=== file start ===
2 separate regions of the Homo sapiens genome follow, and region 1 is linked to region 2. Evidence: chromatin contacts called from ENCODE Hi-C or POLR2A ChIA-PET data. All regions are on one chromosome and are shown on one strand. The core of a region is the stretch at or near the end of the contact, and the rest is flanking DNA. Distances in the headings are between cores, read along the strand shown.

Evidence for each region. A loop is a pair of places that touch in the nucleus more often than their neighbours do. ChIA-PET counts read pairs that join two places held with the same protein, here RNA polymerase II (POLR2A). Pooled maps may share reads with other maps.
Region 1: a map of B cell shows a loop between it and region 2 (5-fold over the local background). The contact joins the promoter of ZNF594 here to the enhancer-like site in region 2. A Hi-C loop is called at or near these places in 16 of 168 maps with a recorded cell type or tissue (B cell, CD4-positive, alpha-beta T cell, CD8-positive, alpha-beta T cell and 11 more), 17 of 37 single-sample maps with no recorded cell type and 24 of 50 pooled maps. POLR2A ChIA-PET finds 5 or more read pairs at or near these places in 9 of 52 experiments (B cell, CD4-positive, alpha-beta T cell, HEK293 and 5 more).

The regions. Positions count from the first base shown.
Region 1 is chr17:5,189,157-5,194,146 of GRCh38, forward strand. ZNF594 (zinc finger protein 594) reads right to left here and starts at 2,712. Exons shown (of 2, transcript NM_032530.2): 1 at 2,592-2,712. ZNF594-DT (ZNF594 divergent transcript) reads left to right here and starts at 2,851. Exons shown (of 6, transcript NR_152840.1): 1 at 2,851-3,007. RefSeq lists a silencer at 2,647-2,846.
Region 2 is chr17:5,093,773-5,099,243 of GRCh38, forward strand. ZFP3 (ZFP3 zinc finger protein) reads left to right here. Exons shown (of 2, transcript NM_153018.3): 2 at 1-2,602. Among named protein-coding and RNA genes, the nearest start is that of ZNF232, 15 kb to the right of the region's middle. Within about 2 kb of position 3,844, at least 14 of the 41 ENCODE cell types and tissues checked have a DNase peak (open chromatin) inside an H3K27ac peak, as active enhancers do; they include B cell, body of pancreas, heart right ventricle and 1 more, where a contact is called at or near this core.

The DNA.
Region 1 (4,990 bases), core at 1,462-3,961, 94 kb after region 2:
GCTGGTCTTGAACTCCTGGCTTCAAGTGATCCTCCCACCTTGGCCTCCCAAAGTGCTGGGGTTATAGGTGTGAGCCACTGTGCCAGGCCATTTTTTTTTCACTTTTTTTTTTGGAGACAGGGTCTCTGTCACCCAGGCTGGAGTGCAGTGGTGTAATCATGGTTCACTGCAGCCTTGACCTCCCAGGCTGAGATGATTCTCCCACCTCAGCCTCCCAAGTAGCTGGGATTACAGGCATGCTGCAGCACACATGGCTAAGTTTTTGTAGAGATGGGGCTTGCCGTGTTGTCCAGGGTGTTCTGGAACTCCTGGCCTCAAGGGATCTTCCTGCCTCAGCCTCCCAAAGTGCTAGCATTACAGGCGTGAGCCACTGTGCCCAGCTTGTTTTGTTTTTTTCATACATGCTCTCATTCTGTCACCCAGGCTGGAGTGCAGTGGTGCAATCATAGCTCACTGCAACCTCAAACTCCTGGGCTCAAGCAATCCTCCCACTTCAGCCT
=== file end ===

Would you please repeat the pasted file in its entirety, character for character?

2 separate regions of the Homo sapiens genome follow, and region 1 is linked to region 2. Evidence: chromatin contacts called from ENCODE Hi-C or POLR2A ChIA-PET data. All regions are on one chromosome and are shown on one strand. The core of a region is the stretch at or near the end of the contact, and the rest is flanking DNA. Distances in the headings are between cores, read along the strand shown.

Evidence for each region. A loop is a pair of places that touch in the nucleus more often than their neighbours do. ChIA-PET counts read pairs that join two places held with the same protein, here RNA polymerase II (POLR2A). Pooled maps may share reads with other maps.
Region 1: a map of B cell shows a loop between it and region 2 (5-fold over the local background). The contact joins the promoter of ZNF594 here to the enhancer-like site in region 2. A Hi-C loop is called at or near these places in 16 of 168 maps with a recorded cell type or tissue (B cell, CD4-positive, alpha-beta T cell, CD8-positive, alpha-beta T cell and 11 more), 17 of 37 single-sample maps with no recorded cell type and 24 of 50 pooled maps. POLR2A ChIA-PET finds 5 or more read pairs at or near these places in 9 of 52 experiments (B cell, CD4-positive, alpha-beta T cell, HEK293 and 5 more).

The regions. Positions count from the first base shown.
Region 1 is chr17:5,189,157-5,194,146 of GRCh38, forward strand. ZNF594 (zinc finger protein 594) reads right to left here and starts at 2,712. Exons shown (of 2, transcript NM_032530.2): 1 at 2,592-2,712. ZNF594-DT (ZNF594 divergent transcript) reads left to right here and starts at 2,851. Exons shown (of 6, transcript NR_152840.1): 1 at 2,851-3,007. RefSeq lists a silencer at 2,647-2,846.
Region 2 is chr17:5,093,773-5,099,243 of GRCh38, forward strand. ZFP3 (ZFP3 zinc finger protein) reads left to right here. Exons shown (of 2, transcript NM_153018.3): 2 at 1-2,602. Among named protein-coding and RNA genes, the nearest start is that of ZNF232, 15 kb to the right of the region's middle. Within about 2 kb of position 3,844, at least 14 of the 41 ENCODE cell types and tissues checked have a DNase peak (open chromatin) inside an H3K27ac peak, as active enhancers do; they include B cell, body of pancreas, heart right ventricle and 1 more, where a contact is called at or near this core.

The DNA.
Region 1 (4,990 bases), core at 1,462-3,961, 94 kb after region 2:
GCTGGTCTTGAACTCCTGGCTTCAAGTGATCCTCCCACCTTGGCCTCCCAAAGTGCTGGGGTTATAGGTGTGAGCCACTGTGCCAGGCCATTTTTTTTTCACTTTTTTTTTTGGAGACAGGGTCTCTGTCACCCAGGCTGGAGTGCAGTGGTGTAATCATGGTTCACTGCAGCCTTGACCTCCCAGGCTGAGATGATTCTCCCACCTCAGCCTCCCAAGTAGCTGGGATTACAGGCATGCTGCAGCACACATGGCTAAGTTTTTGTAGAGATGGGGCTTGCCGTGTTGTCCAGGGTGTTCTGGAACTCCTGGCCTCAAGGGATCTTCCTGCCTCAGCCTCCCAAAGTGCTAGCATTACAGGCGTGAGCCACTGTGCCCAGCTTGTTTTGTTTTTTTCATACATGCTCTCATTCTGTCACCCAGGCTGGAGTGCAGTGGTGCAATCATAGCTCACTGCAACCTCAAACTCCTGGGCTCAAGCAATCCTCCCACTTCAGCCT